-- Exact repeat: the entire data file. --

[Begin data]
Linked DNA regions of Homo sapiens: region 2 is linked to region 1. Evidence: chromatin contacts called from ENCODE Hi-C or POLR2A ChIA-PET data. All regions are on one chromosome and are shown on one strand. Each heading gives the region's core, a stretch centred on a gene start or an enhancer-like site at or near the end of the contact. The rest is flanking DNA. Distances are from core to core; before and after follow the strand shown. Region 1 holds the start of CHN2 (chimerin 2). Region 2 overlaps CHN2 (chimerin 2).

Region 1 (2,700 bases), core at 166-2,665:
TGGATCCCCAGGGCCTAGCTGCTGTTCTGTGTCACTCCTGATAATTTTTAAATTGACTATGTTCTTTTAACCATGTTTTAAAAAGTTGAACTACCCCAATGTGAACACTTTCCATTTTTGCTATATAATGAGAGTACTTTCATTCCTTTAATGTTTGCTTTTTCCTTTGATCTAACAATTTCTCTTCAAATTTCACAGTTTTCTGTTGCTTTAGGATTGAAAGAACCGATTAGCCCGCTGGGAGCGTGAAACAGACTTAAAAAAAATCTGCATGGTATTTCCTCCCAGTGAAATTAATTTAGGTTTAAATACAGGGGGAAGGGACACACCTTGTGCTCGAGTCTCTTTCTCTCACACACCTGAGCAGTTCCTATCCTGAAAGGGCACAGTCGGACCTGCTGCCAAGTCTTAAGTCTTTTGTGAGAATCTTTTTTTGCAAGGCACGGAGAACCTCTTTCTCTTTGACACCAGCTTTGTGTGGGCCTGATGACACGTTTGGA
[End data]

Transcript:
Linked DNA regions of Homo sapiens: region 2 is linked to region 1. Evidence: chromatin contacts called from ENCODE Hi-C or POLR2A ChIA-PET data. All regions are on one chromosome and are shown on one strand. Each heading gives the region's core, a stretch centred on a gene start or an enhancer-like site at or near the end of the contact. The rest is flanking DNA. Distances are from core to core; before and after follow the strand shown. Region 1 holds the start of CHN2 (chimerin 2). Region 2 overlaps CHN2 (chimerin 2).

Region 1 (2,700 bases), core at 166-2,665:
TGGATCCCCAGGGCCTAGCTGCTGTTCTGTGTCACTCCTGATAATTTTTAAATTGACTATGTTCTTTTAACCATGTTTTAAAAAGTTGAACTACCCCAATGTGAACACTTTCCATTTTTGCTATATAATGAGAGTACTTTCATTCCTTTAATGTTTGCTTTTTCCTTTGATCTAACAATTTCTCTTCAAATTTCACAGTTTTCTGTTGCTTTAGGATTGAAAGAACCGATTAGCCCGCTGGGAGCGTGAAACAGACTTAAAAAAAATCTGCATGGTATTTCCTCCCAGTGAAATTAATTTAGGTTTAAATACAGGGGGAAGGGACACACCTTGTGCTCGAGTCTCTTTCTCTCACACACCTGAGCAGTTCCTATCCTGAAAGGGCACAGTCGGACCTGCTGCCAAGTCTTAAGTCTTTTGTGAGAATCTTTTTTTGCAAGGCACGGAGAACCTCTTTCTCTTTGACACCAGCTTTGTGTGGGCCTGATGACACGTTTGGA